Governments are reeling. Companies are foundering. People are worrying. The global market economy is stressed to levels not seen in a long time. Des Dearlove has been asking people if the world’s economy is broken. He quickly discovered that it’s not a yes-or-no question.
If one listens to the pundits, experts and international organizations – all the people who deal with the issues surrounding the global market economy – it becomes clear that there is widespread disagreement as to whether the global market economy is broken.
While many see it as very troubled and in need of various types of change for survival, others think it has merely faced a severe downturn but is already on the road to recovery. The reality is that, for almost a decade, the global economy was booming, marked by high growth and such high speed that it was all too easy to ignore the very weak foundations on which it was based. From a purely British perspective, just consider the stark contrast between two commentaries.
The British economy is enjoying its longest expansion on record with unemployment falling to a 20-year low, official figures showed yesterday.
As the recovery approached seven and a half years, the headline jobless rate fell to 4 per cent in December. This was the lowest since January 1980 and the first time since that unemployment in Britain has fallen below the US rate.
“Last week brought dire economic news as Britain officially went into recession, shares were pummelled and banks were bailed out – again.” Martin Wolf, Economics Editor for the Financial Times, commented in June of this year that “virtually no one expected the change we have seen, the deepest recession since the 1930s.”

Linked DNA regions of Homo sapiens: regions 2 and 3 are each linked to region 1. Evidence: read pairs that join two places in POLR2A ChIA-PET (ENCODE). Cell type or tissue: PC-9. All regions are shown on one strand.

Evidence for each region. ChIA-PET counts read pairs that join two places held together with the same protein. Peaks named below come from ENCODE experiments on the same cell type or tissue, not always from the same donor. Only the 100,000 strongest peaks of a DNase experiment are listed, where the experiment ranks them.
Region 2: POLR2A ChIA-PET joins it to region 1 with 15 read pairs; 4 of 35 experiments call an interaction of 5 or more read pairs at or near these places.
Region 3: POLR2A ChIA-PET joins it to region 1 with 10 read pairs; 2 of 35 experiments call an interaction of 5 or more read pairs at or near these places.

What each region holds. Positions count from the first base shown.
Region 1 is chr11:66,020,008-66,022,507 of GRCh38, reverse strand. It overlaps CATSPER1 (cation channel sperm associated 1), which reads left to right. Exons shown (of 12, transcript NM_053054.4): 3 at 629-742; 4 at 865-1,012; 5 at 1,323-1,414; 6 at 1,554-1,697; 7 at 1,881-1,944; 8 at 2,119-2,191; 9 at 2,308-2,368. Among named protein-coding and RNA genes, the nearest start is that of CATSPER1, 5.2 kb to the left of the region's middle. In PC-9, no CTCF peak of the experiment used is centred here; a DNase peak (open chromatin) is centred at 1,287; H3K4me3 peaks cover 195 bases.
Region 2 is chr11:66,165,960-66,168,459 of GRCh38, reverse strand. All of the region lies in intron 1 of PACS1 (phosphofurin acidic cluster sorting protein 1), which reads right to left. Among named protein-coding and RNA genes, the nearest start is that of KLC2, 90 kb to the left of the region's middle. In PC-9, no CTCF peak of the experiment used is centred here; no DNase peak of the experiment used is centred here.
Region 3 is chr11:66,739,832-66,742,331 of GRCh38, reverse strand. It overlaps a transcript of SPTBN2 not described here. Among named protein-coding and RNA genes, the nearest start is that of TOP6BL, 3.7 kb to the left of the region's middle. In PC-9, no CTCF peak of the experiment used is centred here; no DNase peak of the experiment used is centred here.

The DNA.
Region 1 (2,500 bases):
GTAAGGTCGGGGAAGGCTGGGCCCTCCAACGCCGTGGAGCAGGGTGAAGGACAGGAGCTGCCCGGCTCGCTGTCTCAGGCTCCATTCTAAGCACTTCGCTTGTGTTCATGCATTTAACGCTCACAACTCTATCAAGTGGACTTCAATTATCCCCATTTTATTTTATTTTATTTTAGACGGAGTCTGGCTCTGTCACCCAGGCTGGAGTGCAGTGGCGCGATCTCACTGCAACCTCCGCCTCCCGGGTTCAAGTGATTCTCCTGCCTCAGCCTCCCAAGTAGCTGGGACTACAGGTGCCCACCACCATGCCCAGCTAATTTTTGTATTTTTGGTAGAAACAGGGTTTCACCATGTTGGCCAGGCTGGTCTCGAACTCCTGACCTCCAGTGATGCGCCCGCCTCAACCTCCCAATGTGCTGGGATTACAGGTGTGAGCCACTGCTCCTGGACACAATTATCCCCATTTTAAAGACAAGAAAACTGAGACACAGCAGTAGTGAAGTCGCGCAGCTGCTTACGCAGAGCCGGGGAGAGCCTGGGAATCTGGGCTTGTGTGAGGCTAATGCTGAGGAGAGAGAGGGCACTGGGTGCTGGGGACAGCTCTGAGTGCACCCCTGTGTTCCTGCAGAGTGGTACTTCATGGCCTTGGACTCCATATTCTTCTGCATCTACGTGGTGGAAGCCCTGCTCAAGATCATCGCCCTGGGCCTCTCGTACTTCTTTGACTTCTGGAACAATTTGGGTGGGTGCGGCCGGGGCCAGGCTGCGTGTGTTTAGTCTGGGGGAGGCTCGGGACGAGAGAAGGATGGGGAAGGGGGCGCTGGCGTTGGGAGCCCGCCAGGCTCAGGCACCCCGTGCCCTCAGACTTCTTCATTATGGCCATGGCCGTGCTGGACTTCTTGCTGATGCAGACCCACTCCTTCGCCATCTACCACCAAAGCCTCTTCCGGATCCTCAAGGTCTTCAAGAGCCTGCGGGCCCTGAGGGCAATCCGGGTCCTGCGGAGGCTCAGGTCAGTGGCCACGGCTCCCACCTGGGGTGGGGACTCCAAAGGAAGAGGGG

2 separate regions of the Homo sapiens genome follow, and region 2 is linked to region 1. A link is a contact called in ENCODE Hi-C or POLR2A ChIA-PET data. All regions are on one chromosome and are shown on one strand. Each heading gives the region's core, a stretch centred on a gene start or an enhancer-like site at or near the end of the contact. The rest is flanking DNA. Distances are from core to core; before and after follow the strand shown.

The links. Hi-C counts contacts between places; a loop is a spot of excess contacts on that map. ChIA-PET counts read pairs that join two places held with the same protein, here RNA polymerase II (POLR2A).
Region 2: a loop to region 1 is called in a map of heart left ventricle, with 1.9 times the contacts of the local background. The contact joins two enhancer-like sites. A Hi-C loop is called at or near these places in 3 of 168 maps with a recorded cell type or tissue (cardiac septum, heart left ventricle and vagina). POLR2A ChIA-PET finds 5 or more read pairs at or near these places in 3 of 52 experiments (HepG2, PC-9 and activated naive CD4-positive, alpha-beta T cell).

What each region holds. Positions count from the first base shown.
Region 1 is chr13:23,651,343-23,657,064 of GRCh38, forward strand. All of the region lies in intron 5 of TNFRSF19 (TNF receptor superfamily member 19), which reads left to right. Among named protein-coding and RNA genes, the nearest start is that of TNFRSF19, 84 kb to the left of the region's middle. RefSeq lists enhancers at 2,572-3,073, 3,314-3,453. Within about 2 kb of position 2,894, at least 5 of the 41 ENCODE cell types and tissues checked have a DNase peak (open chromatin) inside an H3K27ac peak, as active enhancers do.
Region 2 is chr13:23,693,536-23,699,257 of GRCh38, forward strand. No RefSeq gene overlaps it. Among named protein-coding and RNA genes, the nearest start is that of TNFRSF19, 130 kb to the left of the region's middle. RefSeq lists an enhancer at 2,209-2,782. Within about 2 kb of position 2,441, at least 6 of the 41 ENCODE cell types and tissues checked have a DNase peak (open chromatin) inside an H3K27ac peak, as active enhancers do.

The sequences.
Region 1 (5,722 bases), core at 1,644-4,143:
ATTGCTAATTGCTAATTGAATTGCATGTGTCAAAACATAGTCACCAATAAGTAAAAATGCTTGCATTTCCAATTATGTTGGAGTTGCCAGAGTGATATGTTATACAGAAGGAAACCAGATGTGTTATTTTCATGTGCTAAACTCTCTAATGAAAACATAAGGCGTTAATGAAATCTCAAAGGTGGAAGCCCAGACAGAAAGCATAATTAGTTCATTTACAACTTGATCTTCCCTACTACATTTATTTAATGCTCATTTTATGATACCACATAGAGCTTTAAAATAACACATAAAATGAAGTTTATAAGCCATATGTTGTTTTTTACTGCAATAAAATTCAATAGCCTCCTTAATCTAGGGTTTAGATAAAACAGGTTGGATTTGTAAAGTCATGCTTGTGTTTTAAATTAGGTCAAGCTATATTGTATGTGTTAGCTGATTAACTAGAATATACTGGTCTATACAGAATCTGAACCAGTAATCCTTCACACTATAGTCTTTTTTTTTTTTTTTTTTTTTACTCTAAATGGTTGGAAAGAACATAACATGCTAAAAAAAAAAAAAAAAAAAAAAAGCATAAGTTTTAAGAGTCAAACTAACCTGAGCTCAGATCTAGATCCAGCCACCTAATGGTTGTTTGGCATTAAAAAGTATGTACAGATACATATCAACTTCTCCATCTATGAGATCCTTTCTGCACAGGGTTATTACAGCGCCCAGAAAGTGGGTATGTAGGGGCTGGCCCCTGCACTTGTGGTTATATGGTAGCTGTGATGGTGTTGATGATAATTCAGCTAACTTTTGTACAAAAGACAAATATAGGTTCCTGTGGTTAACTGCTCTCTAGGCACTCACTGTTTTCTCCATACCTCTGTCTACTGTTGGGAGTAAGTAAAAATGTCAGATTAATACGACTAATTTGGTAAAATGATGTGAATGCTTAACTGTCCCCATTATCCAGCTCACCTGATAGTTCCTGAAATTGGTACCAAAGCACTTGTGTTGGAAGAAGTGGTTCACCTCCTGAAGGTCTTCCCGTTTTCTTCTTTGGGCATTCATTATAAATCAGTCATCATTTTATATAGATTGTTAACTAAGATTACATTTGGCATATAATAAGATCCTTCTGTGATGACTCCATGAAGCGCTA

One can find similar sentiments in newspapers worldwide. Sum them up and a consensus emerges: the global economy is, to a great extent, a mess. Ian Davis, Global Managing Director for McKinsey and Company, recently acknowledged that the world remains in a state of crisis, even if it has (so far) avoided meltdown. “The system is not broken, at least not yet. I see this is as a crisis in the global economy, not a crisis of the global financial economy. There is tremendous stress, but it is not a breakdown.” Whether the global economy is broken – and the general response is that it’s sure not healthy – it’s going to take collective vision, leadership and multilateral efforts to ensure the survival of a long-term, prosperous recovery. And, as Davis notes, there’s a new twist: “Inevitably government will be more of a player.” (FT’s Wolf reports that governments have pumped more than $9 trillion into the global economy already.)
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